But here’s the thing: the U.S. Justice Department already has the authority to investigate and prosecute them. They also can punish corporate online platforms when they cross the line. In fact, Portman has already asked the DOJ to do exactly that in the case of alleged wrongdoing by the online-classifieds service Backpage.com. Furthermore, SESTA’s language is so broad that it could lead to state lawsuits and prosecutions of sites that don’t carry any advertising at all. It could sweep in every online service that hosts user-generated content—perhaps even including email services and comments sections.
To draw an analogy, the bill would be as if Congress decided that FedEx was legally liable for anything illegal it ever carries, even where it’s ignorant of the infraction and acts in good faith. That would be a crazy notion in itself, but rather than applying only to FedEx’s tech equivalents—the giants like Google and Facebook—it also would apply to smaller, less well-moneyed services like Wikipedia. Even if the larger internet companies can bear the burden of defending against a vastly increased number of prosecutions and lawsuits—and that’s by no means certain—it would be fatal for smaller companies and startups. Amending Section 230’s broad liability protection for internet service providers would expand the scope of criminal and civil liability for those services in ways that would force the tech companies to drastically alter or eliminate features that users have come to rely on. It could strangle many internet startups in their cribs.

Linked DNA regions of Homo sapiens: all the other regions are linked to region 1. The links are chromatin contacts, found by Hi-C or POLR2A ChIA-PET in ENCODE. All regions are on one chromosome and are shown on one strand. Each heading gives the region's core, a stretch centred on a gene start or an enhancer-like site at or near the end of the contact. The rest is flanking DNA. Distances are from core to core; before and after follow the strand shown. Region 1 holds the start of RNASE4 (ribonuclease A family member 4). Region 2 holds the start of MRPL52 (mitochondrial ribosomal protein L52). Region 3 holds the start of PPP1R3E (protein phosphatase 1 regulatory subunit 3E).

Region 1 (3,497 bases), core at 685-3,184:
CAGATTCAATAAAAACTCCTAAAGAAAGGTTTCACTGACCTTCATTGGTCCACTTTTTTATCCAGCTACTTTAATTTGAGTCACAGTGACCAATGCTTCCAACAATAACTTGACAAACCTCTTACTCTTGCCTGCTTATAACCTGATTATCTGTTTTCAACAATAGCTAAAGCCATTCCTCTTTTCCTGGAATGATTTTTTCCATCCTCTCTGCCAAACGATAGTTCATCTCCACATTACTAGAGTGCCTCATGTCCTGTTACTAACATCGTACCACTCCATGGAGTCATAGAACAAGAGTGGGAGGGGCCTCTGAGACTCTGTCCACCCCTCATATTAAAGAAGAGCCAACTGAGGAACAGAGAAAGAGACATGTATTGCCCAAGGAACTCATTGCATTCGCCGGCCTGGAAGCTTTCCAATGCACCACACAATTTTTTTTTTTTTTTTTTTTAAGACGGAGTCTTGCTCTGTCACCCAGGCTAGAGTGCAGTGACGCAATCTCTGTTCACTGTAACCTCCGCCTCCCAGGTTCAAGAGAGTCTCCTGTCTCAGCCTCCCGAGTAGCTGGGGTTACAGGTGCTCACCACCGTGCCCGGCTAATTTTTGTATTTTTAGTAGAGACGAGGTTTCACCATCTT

SESTA’s co-sponsors—who also include Sens. John McCain, R-Ariz.; Claire McCaskill, D-Conn., and Ted Cruz, R-Texas, among others—are rumored to be attempting to push the bill through quickly without the kinds of hearings and evidence-gathering that ought to be afforded to an issue of this magnitude and complexity. It has been suggested that SESTA could be attached to the National Defense Authorization Act, a large “must-pass” funding bill for the U.S. Defense Department. For this to happen, it would have to go through McCain, who chairs the Senate Armed Services Committee. He may be a co-sponsor of the legislation, but let’s hope the maverick sticks with his laudable talk of returning to regular order—and this overly broad bill is subjected to the greater consideration and scrutiny it deserves under the normal committee process.
I’m not saying Congress shouldn’t consider laws—including potentially amending Section 230—that would improve the prosecution of sex trafficking and better protect children from sexual abuse. But we need to update those laws in thoughtful ways that also safeguard the internet on which we’ve grown to rely. Both the substance and process for this legislation drastically falls short of the kind of reasoned balancing of interests we have every right to expect from Congress. Worse, it could hobble the fast-paced economic and personal benefits we expect and hope for from the internet. When we think about protecting our children, we need to think about saving the internet for them, too.